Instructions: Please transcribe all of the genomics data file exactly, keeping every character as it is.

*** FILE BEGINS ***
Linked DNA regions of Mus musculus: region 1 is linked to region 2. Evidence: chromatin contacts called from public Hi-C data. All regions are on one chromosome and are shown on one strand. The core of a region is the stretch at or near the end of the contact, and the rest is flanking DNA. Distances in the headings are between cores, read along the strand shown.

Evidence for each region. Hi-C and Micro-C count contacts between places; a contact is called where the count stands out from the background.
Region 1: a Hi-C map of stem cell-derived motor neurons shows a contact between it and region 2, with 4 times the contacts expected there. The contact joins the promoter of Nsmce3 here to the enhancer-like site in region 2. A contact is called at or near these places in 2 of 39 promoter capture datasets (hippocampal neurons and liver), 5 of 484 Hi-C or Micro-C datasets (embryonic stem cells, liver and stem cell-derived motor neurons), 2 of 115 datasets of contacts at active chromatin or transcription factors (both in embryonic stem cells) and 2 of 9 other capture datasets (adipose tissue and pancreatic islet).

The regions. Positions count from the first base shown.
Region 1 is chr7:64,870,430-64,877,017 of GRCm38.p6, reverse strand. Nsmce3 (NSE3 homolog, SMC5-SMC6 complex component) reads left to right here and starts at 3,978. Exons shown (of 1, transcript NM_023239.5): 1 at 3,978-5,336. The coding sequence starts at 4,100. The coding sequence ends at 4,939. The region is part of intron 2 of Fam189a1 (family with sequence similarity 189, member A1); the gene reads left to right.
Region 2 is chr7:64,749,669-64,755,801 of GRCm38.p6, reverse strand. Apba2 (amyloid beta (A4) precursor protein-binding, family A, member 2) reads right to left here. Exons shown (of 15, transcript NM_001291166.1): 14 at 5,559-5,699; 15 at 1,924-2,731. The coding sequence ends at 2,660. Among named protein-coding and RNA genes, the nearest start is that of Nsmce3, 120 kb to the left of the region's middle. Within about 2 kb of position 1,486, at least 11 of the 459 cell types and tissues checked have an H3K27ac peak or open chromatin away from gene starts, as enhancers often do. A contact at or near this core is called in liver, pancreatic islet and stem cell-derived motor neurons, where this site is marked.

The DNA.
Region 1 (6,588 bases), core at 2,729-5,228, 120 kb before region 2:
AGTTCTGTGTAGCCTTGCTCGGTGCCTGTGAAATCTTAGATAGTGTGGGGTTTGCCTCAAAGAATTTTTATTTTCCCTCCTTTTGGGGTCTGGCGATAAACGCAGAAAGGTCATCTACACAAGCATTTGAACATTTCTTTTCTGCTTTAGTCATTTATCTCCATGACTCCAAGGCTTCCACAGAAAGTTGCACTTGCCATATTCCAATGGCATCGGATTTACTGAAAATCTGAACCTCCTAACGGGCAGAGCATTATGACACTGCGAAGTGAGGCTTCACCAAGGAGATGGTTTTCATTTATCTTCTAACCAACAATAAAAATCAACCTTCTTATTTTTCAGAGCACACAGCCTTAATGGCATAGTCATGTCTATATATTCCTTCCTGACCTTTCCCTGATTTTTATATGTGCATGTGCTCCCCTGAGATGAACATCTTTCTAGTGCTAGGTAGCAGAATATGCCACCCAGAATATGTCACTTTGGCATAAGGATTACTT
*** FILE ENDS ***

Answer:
Linked DNA regions of Mus musculus: region 1 is linked to region 2. Evidence: chromatin contacts called from public Hi-C data. All regions are on one chromosome and are shown on one strand. The core of a region is the stretch at or near the end of the contact, and the rest is flanking DNA. Distances in the headings are between cores, read along the strand shown.

Evidence for each region. Hi-C and Micro-C count contacts between places; a contact is called where the count stands out from the background.
Region 1: a Hi-C map of stem cell-derived motor neurons shows a contact between it and region 2, with 4 times the contacts expected there. The contact joins the promoter of Nsmce3 here to the enhancer-like site in region 2. A contact is called at or near these places in 2 of 39 promoter capture datasets (hippocampal neurons and liver), 5 of 484 Hi-C or Micro-C datasets (embryonic stem cells, liver and stem cell-derived motor neurons), 2 of 115 datasets of contacts at active chromatin or transcription factors (both in embryonic stem cells) and 2 of 9 other capture datasets (adipose tissue and pancreatic islet).

The regions. Positions count from the first base shown.
Region 1 is chr7:64,870,430-64,877,017 of GRCm38.p6, reverse strand. Nsmce3 (NSE3 homolog, SMC5-SMC6 complex component) reads left to right here and starts at 3,978. Exons shown (of 1, transcript NM_023239.5): 1 at 3,978-5,336. The coding sequence starts at 4,100. The coding sequence ends at 4,939. The region is part of intron 2 of Fam189a1 (family with sequence similarity 189, member A1); the gene reads left to right.
Region 2 is chr7:64,749,669-64,755,801 of GRCm38.p6, reverse strand. Apba2 (amyloid beta (A4) precursor protein-binding, family A, member 2) reads right to left here. Exons shown (of 15, transcript NM_001291166.1): 14 at 5,559-5,699; 15 at 1,924-2,731. The coding sequence ends at 2,660. Among named protein-coding and RNA genes, the nearest start is that of Nsmce3, 120 kb to the left of the region's middle. Within about 2 kb of position 1,486, at least 11 of the 459 cell types and tissues checked have an H3K27ac peak or open chromatin away from gene starts, as enhancers often do. A contact at or near this core is called in liver, pancreatic islet and stem cell-derived motor neurons, where this site is marked.

The DNA.
Region 1 (6,588 bases), core at 2,729-5,228, 120 kb before region 2:
AGTTCTGTGTAGCCTTGCTCGGTGCCTGTGAAATCTTAGATAGTGTGGGGTTTGCCTCAAAGAATTTTTATTTTCCCTCCTTTTGGGGTCTGGCGATAAACGCAGAAAGGTCATCTACACAAGCATTTGAACATTTCTTTTCTGCTTTAGTCATTTATCTCCATGACTCCAAGGCTTCCACAGAAAGTTGCACTTGCCATATTCCAATGGCATCGGATTTACTGAAAATCTGAACCTCCTAACGGGCAGAGCATTATGACACTGCGAAGTGAGGCTTCACCAAGGAGATGGTTTTCATTTATCTTCTAACCAACAATAAAAATCAACCTTCTTATTTTTCAGAGCACACAGCCTTAATGGCATAGTCATGTCTATATATTCCTTCCTGACCTTTCCCTGATTTTTATATGTGCATGTGCTCCCCTGAGATGAACATCTTTCTAGTGCTAGGTAGCAGAATATGCCACCCAGAATATGTCACTTTGGCATAAGGATTACTT